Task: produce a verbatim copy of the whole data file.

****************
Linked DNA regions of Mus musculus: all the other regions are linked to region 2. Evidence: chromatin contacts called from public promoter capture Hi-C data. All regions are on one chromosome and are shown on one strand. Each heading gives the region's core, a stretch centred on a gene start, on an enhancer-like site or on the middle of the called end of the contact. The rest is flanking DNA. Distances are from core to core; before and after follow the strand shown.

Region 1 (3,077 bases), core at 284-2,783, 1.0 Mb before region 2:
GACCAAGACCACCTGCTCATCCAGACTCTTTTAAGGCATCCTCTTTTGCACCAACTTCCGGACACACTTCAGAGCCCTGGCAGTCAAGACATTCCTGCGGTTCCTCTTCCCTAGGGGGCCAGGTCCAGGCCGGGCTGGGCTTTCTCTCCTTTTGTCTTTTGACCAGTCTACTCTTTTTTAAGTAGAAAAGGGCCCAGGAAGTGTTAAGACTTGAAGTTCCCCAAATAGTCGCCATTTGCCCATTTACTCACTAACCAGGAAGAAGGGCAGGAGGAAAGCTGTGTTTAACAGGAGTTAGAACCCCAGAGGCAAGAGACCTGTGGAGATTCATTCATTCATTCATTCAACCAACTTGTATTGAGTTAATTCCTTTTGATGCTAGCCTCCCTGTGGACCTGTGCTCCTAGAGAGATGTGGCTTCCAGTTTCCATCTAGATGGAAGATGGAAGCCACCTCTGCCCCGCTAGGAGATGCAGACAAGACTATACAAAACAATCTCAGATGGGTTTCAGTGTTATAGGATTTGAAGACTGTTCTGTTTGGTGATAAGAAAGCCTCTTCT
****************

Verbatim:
Linked DNA regions of Mus musculus: all the other regions are linked to region 2. Evidence: chromatin contacts called from public promoter capture Hi-C data. All regions are on one chromosome and are shown on one strand. Each heading gives the region's core, a stretch centred on a gene start, on an enhancer-like site or on the middle of the called end of the contact. The rest is flanking DNA. Distances are from core to core; before and after follow the strand shown.

Region 1 (3,077 bases), core at 284-2,783, 1.0 Mb before region 2:
GACCAAGACCACCTGCTCATCCAGACTCTTTTAAGGCATCCTCTTTTGCACCAACTTCCGGACACACTTCAGAGCCCTGGCAGTCAAGACATTCCTGCGGTTCCTCTTCCCTAGGGGGCCAGGTCCAGGCCGGGCTGGGCTTTCTCTCCTTTTGTCTTTTGACCAGTCTACTCTTTTTTAAGTAGAAAAGGGCCCAGGAAGTGTTAAGACTTGAAGTTCCCCAAATAGTCGCCATTTGCCCATTTACTCACTAACCAGGAAGAAGGGCAGGAGGAAAGCTGTGTTTAACAGGAGTTAGAACCCCAGAGGCAAGAGACCTGTGGAGATTCATTCATTCATTCATTCAACCAACTTGTATTGAGTTAATTCCTTTTGATGCTAGCCTCCCTGTGGACCTGTGCTCCTAGAGAGATGTGGCTTCCAGTTTCCATCTAGATGGAAGATGGAAGCCACCTCTGCCCCGCTAGGAGATGCAGACAAGACTATACAAAACAATCTCAGATGGGTTTCAGTGTTATAGGATTTGAAGACTGTTCTGTTTGGTGATAAGAAAGCCTCTTCT